Thatcherism and the Scottish question

James Mitchell, L Bennie

Research output: Contribution to journalArticlepeer-review


The decline of the Conservatives in Scotland has been remarkable. From its
peak in 1955 when the party won 50.1 per cent of the vote the party's support
has ebbed away. Elections in 1970, 1979 and 1992 saw slight improvements
on previous election performances but did not interrupt the long-term decline
of the party. This article deals with Thatcherism and the Scottish Question. By
bringing together ideas drawn from literature on Thatcherism and the Scottish
Question it is hoped to shed some light on both. The focus is on Thatcherism
and anti-Thatcherism as social movements, rather than on the parties. The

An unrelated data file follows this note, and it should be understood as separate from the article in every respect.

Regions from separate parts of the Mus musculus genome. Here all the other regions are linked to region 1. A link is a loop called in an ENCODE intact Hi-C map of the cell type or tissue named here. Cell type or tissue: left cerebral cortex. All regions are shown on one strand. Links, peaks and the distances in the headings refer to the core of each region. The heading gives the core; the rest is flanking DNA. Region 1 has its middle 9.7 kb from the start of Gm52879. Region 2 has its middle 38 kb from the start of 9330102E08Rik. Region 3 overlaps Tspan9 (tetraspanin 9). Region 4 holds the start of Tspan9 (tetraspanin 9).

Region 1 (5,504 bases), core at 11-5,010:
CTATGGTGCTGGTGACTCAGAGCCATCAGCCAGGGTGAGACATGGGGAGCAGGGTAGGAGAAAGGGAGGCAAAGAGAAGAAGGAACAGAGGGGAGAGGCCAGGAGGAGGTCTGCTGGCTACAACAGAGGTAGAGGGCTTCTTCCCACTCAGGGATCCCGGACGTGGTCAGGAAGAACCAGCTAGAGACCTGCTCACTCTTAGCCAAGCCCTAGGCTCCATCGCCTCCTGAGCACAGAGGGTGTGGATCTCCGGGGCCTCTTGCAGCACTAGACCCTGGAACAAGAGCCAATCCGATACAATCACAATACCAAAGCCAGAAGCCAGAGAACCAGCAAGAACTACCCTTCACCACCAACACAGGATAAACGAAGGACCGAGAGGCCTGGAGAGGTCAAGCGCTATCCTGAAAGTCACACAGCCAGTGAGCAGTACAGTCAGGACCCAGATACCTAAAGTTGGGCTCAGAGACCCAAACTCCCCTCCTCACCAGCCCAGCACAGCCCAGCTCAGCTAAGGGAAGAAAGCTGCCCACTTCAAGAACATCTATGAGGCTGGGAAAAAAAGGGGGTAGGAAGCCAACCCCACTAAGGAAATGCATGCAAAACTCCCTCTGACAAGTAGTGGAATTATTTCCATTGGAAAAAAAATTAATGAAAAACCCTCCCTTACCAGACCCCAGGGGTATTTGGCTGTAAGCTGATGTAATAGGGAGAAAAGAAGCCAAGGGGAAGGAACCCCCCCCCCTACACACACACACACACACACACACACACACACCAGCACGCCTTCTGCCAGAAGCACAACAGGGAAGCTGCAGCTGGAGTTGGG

article begins with a discussion of the debate on Thatcherism and proceeds to
consider the Scottish dimension in British politics before analysing the
relationship between the two using public opinion surveys and election data.
The aim is to consider whether Thatcherism in some sense helps explain
attitudes towards Scotland's constitutional status.
Original languageUndefined/Unknown
Pages (from-to)90-104
Number of pages15
JournalBritish Elections and Parties Yearbook
Publication statusPublished - 1996


  • Scotland
  • devolution
  • constitutional change
  • Scottish Parliament
  • Scottish independence
  • thatcherism

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